When my wife and I visited the Netherlands a couple of years ago we were fortunate, at Judy’s persistence, to get tickets to the Royal Concertgebouw Orchestra in Amsterdam. We started a couple of months early trying to book tickets online, but they were “sold out.” Knowing that tickets often get returned on the day of the performance, we went to the concert hall that afternoon and talked to the ticket people. They put our names on a list (we were first on it), and they told us to come back a half an hour before the start of the concert. Long story short, Judy charmed our way into the Queen’s seats. The Queen did not attend the concert that evening and the seats were made available at the last minute. I’m not kidding. We got them—the best seats in the house. (I don’t know why I’m setting the stage like this.) Anyway—It was their new conductor’s debut, (Mariss Jansons), and he did Mahler 6—the one with the hammer blows. The percussionist with the hammer must have made it himself. It was gigantic and beautifully made, all of wood. He picked it up like he had a Strad in his hands.

As we waited for the concert to start, I looked around the hall and noticed that the patrons didn’t look like any of the people we were seeing on the street. The concertgoers were stereotypical “Dutch people,” in my mind—good sized with mostly fair complexions. But the people on the Amsterdam streets were much more diverse. There were many more dark-skinned people—I suppose from Turkey and elsewhere in the Middle East. I thought to myself, “The people in the streets can’t be listening to European classical music. I’m not hearing it anyplace out here. The demographic of Amsterdam must be changing. But if it continues to change who will be coming to these concerts in 50 years?”

Now, scroll over to US orchestras? In my mind it’s the same as the Amsterdam example. As I look out at the audience at a Rochester Philharmonic concert, the attendees don’t look the same as the general population of Rochester. I ask myself, “Why were US orchestras formed in the first place?” My guess is that the population was predominately of European descent at that time, and they probably wanted to experience or recreate the culture of their homeland. It felt natural to them.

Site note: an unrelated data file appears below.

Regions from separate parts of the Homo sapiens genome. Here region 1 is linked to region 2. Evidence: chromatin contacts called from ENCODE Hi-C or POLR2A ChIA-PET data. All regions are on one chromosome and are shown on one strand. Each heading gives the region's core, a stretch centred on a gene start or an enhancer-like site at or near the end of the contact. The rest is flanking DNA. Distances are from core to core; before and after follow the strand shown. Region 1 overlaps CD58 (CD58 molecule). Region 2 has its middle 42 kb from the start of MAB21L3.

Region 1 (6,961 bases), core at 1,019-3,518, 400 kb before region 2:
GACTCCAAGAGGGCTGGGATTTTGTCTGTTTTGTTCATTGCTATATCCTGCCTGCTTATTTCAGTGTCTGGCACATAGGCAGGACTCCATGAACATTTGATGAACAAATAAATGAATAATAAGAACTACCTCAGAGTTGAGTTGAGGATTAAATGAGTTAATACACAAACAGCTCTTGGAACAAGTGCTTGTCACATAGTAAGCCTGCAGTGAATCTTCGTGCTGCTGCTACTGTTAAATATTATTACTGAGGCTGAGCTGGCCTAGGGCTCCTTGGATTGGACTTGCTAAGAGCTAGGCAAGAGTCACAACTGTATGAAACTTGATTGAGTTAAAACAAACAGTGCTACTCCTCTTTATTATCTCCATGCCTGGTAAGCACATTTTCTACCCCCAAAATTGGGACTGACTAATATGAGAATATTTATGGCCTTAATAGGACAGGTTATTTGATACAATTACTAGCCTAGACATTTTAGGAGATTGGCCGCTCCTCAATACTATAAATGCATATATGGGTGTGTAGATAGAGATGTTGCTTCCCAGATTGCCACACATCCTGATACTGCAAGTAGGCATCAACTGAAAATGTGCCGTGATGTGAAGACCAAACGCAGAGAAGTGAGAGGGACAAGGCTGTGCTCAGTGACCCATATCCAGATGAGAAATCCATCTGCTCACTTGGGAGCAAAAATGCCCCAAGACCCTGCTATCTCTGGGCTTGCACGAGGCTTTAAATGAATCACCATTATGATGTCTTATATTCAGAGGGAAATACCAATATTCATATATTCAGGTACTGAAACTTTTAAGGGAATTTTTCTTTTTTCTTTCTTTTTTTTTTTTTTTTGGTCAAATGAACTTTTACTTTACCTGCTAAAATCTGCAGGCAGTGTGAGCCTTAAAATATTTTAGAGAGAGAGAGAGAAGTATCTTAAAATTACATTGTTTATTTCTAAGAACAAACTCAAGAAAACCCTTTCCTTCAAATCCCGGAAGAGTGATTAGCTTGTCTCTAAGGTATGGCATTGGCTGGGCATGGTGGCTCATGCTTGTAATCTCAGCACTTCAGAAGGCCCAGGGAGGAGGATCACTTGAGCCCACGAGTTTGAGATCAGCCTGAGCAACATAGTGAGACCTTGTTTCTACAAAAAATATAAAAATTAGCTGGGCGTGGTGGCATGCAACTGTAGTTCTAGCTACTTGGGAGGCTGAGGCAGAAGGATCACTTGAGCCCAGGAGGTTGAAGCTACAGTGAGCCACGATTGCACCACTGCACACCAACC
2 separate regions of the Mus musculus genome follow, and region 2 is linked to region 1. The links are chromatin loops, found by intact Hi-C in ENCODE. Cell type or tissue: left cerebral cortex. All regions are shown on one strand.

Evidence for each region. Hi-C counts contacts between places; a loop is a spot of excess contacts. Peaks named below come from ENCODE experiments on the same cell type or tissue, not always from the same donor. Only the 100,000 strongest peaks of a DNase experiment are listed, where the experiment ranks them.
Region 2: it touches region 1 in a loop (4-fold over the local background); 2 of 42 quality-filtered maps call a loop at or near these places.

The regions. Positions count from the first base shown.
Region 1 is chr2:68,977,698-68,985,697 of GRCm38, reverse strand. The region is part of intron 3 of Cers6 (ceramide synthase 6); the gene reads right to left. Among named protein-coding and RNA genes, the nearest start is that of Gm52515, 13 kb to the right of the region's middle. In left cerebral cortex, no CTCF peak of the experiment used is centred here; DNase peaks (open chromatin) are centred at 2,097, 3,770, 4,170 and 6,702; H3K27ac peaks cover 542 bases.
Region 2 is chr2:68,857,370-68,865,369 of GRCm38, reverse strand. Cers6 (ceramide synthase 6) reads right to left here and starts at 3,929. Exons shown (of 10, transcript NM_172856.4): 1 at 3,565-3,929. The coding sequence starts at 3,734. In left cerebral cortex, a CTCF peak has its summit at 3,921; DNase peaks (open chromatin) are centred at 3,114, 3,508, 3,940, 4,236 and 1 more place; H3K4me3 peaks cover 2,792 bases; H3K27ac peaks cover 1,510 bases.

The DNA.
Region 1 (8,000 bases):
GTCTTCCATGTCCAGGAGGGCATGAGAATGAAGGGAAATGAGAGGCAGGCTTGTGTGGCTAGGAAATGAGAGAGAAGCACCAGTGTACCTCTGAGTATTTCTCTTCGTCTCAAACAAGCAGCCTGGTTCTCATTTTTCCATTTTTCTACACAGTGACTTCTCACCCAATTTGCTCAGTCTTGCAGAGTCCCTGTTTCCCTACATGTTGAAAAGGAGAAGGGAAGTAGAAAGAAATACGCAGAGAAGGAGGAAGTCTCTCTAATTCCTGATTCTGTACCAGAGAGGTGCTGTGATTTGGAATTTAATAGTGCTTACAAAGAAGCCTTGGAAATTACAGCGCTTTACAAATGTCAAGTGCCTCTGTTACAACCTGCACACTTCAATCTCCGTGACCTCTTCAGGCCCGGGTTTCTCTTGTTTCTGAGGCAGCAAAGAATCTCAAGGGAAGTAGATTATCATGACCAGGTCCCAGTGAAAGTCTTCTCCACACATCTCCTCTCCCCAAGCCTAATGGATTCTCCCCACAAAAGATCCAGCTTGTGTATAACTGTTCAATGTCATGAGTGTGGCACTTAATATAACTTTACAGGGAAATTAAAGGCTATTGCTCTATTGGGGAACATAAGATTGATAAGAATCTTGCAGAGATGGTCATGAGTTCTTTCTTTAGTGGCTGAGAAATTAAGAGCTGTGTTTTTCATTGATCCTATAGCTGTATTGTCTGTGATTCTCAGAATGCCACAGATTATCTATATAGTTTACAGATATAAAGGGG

Thinking about the well-documented changing demographic of the US towards greater numbers of citizens with other than European (read: white) ancestry, I can’t believe that this population, in 50 years or probably less, will want to sit in a concert hall and listen to Mahler. It’s not in their DNA or culture. And that’s not a put down. They also don’t get exposure to this music in schools. If I keep going along this line of thinking, I don’t see a bright future for “classical” music in general or US orchestras in particular. Sure this music will be with us, but will professional musicians be able to make a living playing it? That’s already difficult to do today in all but the largest US cities.

In order to maintain their competitive advantage, companies must spend time and money trying to envision the future, asking themselves questions like: Who will be our customers? Where will they live? Will they need our product? In what form should it be? Etc., etc. As musicians it is probably a good idea for us to do the same. If I were a young musician just graduating from music school and bent on a performing career, I would be asking myself these questions too. I would also be flexible and ready to take advantage of opportunities that may arise.

When trying to envision the future, I am reminded of this quote that is attributed to hockey legend Wayne Gretzky. It’s a good one. When asked how he always seemed to be in the right place at the right time, and consequentially scored more goals than others, he replied, “I don’t go where the puck is. I go to where the puck will be.” Orchestras and musicians—maybe we should try to be like Gretzky.

What do you think?

Too Many Notes, too few orchestras

While reading the comments to a post by Drew McManus that I mentioned in my previous post, I came across a reference to a post that drew had written about the issue of having too many groups offering the same thing in a metropolitan area.